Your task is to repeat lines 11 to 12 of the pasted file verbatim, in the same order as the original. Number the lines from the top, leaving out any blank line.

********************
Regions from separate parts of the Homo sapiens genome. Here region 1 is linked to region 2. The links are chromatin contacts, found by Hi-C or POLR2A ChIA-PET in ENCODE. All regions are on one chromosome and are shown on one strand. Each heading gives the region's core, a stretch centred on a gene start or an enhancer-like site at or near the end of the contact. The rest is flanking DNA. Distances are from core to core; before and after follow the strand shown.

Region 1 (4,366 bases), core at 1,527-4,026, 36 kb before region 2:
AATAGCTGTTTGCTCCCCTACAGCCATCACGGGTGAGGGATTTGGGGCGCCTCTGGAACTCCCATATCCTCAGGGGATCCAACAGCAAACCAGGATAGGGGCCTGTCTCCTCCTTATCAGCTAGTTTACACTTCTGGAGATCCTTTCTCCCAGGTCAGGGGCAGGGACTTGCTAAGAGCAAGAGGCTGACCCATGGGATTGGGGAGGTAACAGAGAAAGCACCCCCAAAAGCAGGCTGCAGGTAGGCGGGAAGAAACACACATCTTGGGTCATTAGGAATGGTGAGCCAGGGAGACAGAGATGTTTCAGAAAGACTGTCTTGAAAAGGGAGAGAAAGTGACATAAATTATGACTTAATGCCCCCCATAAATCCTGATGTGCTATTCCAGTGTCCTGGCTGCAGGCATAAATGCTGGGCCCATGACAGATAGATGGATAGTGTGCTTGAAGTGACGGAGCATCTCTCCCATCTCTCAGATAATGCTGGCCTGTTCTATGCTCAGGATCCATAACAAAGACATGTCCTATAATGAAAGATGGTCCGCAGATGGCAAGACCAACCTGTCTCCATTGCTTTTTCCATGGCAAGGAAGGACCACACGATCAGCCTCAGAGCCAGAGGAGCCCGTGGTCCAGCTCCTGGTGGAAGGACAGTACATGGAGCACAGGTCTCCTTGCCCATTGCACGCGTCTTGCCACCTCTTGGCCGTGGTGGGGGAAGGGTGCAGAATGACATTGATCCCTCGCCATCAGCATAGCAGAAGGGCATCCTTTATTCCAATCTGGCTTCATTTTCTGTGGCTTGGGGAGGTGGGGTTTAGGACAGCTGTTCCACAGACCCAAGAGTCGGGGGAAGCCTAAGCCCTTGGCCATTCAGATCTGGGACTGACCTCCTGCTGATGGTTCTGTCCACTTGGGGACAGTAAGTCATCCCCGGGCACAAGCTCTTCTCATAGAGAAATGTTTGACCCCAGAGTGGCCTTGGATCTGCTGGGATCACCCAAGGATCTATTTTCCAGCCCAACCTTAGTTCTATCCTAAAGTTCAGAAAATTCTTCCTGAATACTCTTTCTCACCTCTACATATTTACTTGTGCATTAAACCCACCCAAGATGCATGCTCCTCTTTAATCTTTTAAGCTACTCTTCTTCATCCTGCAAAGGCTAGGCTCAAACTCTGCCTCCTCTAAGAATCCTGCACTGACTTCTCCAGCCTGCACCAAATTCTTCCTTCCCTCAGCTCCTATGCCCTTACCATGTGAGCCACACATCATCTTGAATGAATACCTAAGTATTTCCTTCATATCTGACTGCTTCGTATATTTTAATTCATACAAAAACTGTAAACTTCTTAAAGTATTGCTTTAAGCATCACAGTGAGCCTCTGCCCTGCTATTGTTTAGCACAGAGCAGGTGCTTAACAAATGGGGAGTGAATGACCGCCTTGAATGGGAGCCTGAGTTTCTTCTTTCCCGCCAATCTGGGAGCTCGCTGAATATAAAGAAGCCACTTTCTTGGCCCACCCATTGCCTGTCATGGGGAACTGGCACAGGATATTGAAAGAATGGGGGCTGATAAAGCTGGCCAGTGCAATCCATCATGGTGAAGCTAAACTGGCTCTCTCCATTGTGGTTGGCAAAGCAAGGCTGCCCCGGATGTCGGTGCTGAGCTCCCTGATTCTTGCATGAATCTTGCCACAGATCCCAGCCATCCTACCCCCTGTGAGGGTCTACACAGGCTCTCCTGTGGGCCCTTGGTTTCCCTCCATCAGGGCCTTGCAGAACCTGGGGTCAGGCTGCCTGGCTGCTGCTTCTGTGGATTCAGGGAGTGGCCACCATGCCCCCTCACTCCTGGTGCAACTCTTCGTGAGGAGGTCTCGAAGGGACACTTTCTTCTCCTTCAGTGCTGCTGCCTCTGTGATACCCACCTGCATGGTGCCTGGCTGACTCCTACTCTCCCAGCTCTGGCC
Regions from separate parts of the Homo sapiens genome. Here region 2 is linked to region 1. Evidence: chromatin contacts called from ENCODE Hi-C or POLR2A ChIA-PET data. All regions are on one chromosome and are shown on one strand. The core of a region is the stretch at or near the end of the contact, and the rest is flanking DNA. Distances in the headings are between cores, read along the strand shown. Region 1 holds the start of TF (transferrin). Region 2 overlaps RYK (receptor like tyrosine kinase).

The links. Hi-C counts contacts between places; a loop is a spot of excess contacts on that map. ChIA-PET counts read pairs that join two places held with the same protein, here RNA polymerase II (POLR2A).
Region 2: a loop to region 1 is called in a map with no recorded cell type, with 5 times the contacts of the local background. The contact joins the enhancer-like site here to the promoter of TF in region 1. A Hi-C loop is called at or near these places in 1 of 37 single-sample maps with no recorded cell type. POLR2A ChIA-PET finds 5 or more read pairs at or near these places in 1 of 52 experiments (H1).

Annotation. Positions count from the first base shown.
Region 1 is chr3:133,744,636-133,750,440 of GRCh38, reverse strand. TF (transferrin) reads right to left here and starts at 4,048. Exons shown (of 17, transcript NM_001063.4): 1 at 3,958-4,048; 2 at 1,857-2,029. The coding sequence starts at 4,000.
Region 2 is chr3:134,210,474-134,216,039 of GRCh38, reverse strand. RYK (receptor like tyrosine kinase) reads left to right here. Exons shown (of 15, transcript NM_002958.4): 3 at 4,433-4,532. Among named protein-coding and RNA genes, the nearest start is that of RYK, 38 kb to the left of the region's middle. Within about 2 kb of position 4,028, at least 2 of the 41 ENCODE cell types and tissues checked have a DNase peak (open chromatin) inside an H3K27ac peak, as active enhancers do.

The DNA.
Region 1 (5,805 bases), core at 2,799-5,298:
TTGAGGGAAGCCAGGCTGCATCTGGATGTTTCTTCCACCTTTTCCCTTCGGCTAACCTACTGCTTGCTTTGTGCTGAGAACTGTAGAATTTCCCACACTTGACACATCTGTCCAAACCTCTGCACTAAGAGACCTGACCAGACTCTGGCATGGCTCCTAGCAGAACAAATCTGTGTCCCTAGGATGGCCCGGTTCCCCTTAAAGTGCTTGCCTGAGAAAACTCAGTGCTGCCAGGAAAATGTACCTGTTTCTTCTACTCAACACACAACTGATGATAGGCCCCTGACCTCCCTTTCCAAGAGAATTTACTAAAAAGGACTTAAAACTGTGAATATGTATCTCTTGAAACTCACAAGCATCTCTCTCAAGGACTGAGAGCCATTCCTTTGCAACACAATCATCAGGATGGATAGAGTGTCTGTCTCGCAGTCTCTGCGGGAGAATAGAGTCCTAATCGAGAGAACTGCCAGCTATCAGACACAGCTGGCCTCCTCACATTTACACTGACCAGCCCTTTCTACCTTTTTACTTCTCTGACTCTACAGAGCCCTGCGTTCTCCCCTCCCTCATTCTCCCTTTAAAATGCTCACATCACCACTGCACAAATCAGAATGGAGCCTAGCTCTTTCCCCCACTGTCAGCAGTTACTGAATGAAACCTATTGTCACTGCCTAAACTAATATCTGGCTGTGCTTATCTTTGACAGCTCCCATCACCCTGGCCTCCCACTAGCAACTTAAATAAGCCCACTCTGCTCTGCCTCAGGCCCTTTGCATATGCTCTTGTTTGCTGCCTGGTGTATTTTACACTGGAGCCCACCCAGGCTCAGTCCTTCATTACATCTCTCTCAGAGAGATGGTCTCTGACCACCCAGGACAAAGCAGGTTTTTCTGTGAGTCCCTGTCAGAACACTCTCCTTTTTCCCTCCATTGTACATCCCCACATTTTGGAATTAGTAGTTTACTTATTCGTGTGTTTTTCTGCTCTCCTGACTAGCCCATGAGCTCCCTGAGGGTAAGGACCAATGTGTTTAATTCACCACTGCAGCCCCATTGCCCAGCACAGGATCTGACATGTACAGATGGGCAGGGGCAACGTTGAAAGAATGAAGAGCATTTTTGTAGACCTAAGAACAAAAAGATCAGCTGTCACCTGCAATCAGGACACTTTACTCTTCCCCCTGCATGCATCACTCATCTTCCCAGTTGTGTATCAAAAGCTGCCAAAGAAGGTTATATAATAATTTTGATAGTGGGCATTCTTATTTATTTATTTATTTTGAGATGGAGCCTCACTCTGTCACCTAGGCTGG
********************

Region 1 (5,805 bases), core at 2,799-5,298:
TTGAGGGAAGCCAGGCTGCATCTGGATGTTTCTTCCACCTTTTCCCTTCGGCTAACCTACTGCTTGCTTTGTGCTGAGAACTGTAGAATTTCCCACACTTGACACATCTGTCCAAACCTCTGCACTAAGAGACCTGACCAGACTCTGGCATGGCTCCTAGCAGAACAAATCTGTGTCCCTAGGATGGCCCGGTTCCCCTTAAAGTGCTTGCCTGAGAAAACTCAGTGCTGCCAGGAAAATGTACCTGTTTCTTCTACTCAACACACAACTGATGATAGGCCCCTGACCTCCCTTTCCAAGAGAATTTACTAAAAAGGACTTAAAACTGTGAATATGTATCTCTTGAAACTCACAAGCATCTCTCTCAAGGACTGAGAGCCATTCCTTTGCAACACAATCATCAGGATGGATAGAGTGTCTGTCTCGCAGTCTCTGCGGGAGAATAGAGTCCTAATCGAGAGAACTGCCAGCTATCAGACACAGCTGGCCTCCTCACATTTACACTGACCAGCCCTTTCTACCTTTTTACTTCTCTGACTCTACAGAGCCCTGCGTTCTCCCCTCCCTCATTCTCCCTTTAAAATGCTCACATCACCACTGCACAAATCAGAATGGAGCCTAGCTCTTTCCCCCACTGTCAGCAGTTACTGAATGAAACCTATTGTCACTGCCTAAACTAATATCTGGCTGTGCTTATCTTTGACAGCTCCCATCACCCTGGCCTCCCACTAGCAACTTAAATAAGCCCACTCTGCTCTGCCTCAGGCCCTTTGCATATGCTCTTGTTTGCTGCCTGGTGTATTTTACACTGGAGCCCACCCAGGCTCAGTCCTTCATTACATCTCTCTCAGAGAGATGGTCTCTGACCACCCAGGACAAAGCAGGTTTTTCTGTGAGTCCCTGTCAGAACACTCTCCTTTTTCCCTCCATTGTACATCCCCACATTTTGGAATTAGTAGTTTACTTATTCGTGTGTTTTTCTGCTCTCCTGACTAGCCCATGAGCTCCCTGAGGGTAAGGACCAATGTGTTTAATTCACCACTGCAGCCCCATTGCCCAGCACAGGATCTGACATGTACAGATGGGCAGGGGCAACGTTGAAAGAATGAAGAGCATTTTTGTAGACCTAAGAACAAAAAGATCAGCTGTCACCTGCAATCAGGACACTTTACTCTTCCCCCTGCATGCATCACTCATCTTCCCAGTTGTGTATCAAAAGCTGCCAAAGAAGGTTATATAATAATTTTGATAGTGGGCATTCTTATTTATTTATTTATTTTGAGATGGAGCCTCACTCTGTCACCTAGGCTGG